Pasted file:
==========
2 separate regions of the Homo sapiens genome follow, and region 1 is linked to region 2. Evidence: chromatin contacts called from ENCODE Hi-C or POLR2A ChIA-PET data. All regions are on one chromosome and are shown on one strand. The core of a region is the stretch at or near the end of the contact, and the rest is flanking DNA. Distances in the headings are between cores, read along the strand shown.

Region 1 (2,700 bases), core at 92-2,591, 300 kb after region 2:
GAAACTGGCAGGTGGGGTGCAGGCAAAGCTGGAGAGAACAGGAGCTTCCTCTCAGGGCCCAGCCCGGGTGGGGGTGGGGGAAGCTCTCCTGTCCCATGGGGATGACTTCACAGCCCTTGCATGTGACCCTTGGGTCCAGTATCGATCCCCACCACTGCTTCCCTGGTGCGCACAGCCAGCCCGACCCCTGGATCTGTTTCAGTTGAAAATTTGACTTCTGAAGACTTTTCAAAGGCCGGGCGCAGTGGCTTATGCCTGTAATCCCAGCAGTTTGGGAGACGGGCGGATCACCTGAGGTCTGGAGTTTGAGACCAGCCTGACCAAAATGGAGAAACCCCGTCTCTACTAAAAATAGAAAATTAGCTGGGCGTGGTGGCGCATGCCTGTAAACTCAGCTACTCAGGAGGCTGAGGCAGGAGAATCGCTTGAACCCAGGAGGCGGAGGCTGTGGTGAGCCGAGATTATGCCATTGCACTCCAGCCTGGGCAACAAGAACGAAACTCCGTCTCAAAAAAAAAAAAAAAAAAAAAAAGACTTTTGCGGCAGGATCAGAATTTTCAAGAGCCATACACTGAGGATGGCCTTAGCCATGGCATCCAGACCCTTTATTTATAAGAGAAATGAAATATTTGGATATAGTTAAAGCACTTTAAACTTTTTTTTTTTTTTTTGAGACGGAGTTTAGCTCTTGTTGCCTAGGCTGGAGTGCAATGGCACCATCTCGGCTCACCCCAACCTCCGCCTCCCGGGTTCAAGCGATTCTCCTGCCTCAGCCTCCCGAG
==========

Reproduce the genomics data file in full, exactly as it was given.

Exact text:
2 separate regions of the Homo sapiens genome follow, and region 1 is linked to region 2. Evidence: chromatin contacts called from ENCODE Hi-C or POLR2A ChIA-PET data. All regions are on one chromosome and are shown on one strand. The core of a region is the stretch at or near the end of the contact, and the rest is flanking DNA. Distances in the headings are between cores, read along the strand shown.

Region 1 (2,700 bases), core at 92-2,591, 300 kb after region 2:
GAAACTGGCAGGTGGGGTGCAGGCAAAGCTGGAGAGAACAGGAGCTTCCTCTCAGGGCCCAGCCCGGGTGGGGGTGGGGGAAGCTCTCCTGTCCCATGGGGATGACTTCACAGCCCTTGCATGTGACCCTTGGGTCCAGTATCGATCCCCACCACTGCTTCCCTGGTGCGCACAGCCAGCCCGACCCCTGGATCTGTTTCAGTTGAAAATTTGACTTCTGAAGACTTTTCAAAGGCCGGGCGCAGTGGCTTATGCCTGTAATCCCAGCAGTTTGGGAGACGGGCGGATCACCTGAGGTCTGGAGTTTGAGACCAGCCTGACCAAAATGGAGAAACCCCGTCTCTACTAAAAATAGAAAATTAGCTGGGCGTGGTGGCGCATGCCTGTAAACTCAGCTACTCAGGAGGCTGAGGCAGGAGAATCGCTTGAACCCAGGAGGCGGAGGCTGTGGTGAGCCGAGATTATGCCATTGCACTCCAGCCTGGGCAACAAGAACGAAACTCCGTCTCAAAAAAAAAAAAAAAAAAAAAAAGACTTTTGCGGCAGGATCAGAATTTTCAAGAGCCATACACTGAGGATGGCCTTAGCCATGGCATCCAGACCCTTTATTTATAAGAGAAATGAAATATTTGGATATAGTTAAAGCACTTTAAACTTTTTTTTTTTTTTTTGAGACGGAGTTTAGCTCTTGTTGCCTAGGCTGGAGTGCAATGGCACCATCTCGGCTCACCCCAACCTCCGCCTCCCGGGTTCAAGCGATTCTCCTGCCTCAGCCTCCCGAG